12 May 2010

Does it Matter Which Party Holds the DFID Brief?

So its official, the UK has a new Conservative-Liberal Democrat Coalition Government.

Who will be the new Secretary of State for International Development? Will it be a Conservative or a Liberal Democrat? No announcement yet.

But will it matter which party leads on International Development?

I have already noted the many areas of agreement between the 3 main parties on international development (see Manifesto Watch).

Now a survey of 1000 British adults in March from nfpSynergy reports that supporters of the three main parties have very similar preferences towards giving.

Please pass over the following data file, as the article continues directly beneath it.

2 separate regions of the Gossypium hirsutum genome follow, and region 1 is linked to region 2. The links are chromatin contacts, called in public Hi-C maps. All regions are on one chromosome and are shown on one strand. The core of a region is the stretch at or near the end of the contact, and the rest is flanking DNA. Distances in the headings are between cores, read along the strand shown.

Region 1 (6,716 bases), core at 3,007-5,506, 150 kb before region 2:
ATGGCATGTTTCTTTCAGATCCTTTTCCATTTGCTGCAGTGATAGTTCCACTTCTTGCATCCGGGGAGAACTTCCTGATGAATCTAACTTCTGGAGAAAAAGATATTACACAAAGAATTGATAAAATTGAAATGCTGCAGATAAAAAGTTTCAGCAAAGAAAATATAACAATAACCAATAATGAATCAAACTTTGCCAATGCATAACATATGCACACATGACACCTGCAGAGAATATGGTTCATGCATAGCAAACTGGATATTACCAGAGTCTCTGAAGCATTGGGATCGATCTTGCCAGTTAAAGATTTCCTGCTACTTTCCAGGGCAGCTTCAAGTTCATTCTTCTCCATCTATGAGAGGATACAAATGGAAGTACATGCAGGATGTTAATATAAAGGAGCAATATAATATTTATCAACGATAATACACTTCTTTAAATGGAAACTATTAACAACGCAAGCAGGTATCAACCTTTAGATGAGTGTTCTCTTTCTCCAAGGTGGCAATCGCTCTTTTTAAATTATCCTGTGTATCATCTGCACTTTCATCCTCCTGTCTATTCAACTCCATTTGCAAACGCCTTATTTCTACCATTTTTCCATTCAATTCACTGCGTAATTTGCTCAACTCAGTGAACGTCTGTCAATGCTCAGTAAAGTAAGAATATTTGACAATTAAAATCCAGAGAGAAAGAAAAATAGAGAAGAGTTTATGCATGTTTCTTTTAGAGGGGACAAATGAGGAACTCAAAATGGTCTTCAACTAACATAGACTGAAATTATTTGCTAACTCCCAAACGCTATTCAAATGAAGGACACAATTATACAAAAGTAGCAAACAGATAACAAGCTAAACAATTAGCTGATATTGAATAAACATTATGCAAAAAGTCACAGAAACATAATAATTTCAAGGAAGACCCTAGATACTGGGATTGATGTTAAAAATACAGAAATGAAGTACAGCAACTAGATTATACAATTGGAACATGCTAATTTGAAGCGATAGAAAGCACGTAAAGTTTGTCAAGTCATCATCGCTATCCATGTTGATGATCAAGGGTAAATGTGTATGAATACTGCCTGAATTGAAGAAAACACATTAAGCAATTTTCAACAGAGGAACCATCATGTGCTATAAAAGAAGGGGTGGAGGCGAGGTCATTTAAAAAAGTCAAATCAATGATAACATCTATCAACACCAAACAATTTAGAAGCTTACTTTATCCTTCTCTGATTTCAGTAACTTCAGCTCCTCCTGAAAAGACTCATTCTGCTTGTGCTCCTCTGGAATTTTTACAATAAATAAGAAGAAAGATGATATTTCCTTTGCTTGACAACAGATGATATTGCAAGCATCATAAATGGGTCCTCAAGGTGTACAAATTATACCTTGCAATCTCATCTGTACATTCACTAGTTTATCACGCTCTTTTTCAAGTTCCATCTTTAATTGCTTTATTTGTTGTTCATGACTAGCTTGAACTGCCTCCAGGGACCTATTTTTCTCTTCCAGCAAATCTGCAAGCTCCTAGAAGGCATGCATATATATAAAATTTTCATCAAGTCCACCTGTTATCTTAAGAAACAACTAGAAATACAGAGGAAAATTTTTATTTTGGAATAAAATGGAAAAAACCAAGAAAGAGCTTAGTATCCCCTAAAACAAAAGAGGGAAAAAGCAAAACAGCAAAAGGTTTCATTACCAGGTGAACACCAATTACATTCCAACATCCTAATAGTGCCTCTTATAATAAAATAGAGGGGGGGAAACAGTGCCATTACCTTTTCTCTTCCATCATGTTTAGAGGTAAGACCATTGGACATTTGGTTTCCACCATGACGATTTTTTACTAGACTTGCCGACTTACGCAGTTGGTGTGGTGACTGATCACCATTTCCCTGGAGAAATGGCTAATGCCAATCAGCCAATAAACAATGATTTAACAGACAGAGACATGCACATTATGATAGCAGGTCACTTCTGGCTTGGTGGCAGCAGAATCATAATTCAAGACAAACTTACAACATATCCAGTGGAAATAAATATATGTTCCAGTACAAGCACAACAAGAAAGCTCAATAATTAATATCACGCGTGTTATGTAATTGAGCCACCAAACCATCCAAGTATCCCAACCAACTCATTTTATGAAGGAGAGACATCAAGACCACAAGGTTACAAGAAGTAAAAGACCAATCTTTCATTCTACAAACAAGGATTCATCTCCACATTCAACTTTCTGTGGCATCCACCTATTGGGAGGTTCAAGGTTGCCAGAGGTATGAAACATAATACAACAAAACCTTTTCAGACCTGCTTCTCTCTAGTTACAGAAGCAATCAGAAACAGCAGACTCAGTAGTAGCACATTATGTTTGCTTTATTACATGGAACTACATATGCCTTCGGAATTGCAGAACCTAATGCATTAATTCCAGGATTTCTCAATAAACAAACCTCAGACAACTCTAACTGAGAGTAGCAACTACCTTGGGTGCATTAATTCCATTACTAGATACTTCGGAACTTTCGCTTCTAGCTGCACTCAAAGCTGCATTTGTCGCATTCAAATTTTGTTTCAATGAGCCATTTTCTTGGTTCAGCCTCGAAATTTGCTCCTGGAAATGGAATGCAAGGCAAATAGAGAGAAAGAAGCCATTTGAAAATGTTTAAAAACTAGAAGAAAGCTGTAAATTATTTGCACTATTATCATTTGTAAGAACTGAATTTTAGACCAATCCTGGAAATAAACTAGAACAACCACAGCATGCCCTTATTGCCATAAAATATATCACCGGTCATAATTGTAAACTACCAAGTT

When asked which type of charities "have you given money to in the last 3 months" 29% of the Lib Dems and Labour supporters reported yes for international development, with 25% of the Conservative supporters doing the same.

On giving to environment and conservation charities, the Lib Dems are the clear leaders (11%), with Labour on 8% and the Conservatives on 6%.

On climate change, over 90% of supporters from all 3 parties expressed an awareness of the issue and over 80% of all three express awareness of the issues relating to hunger in Africa.

This cross-party support--at the supporter and party levels-- is encouraging and a testimony to DFID's ability over the last 13 years to make the case for international development.

We shall see how this broad agreement plays out when it comes to the hard spending choices in the emergency budget set for July.

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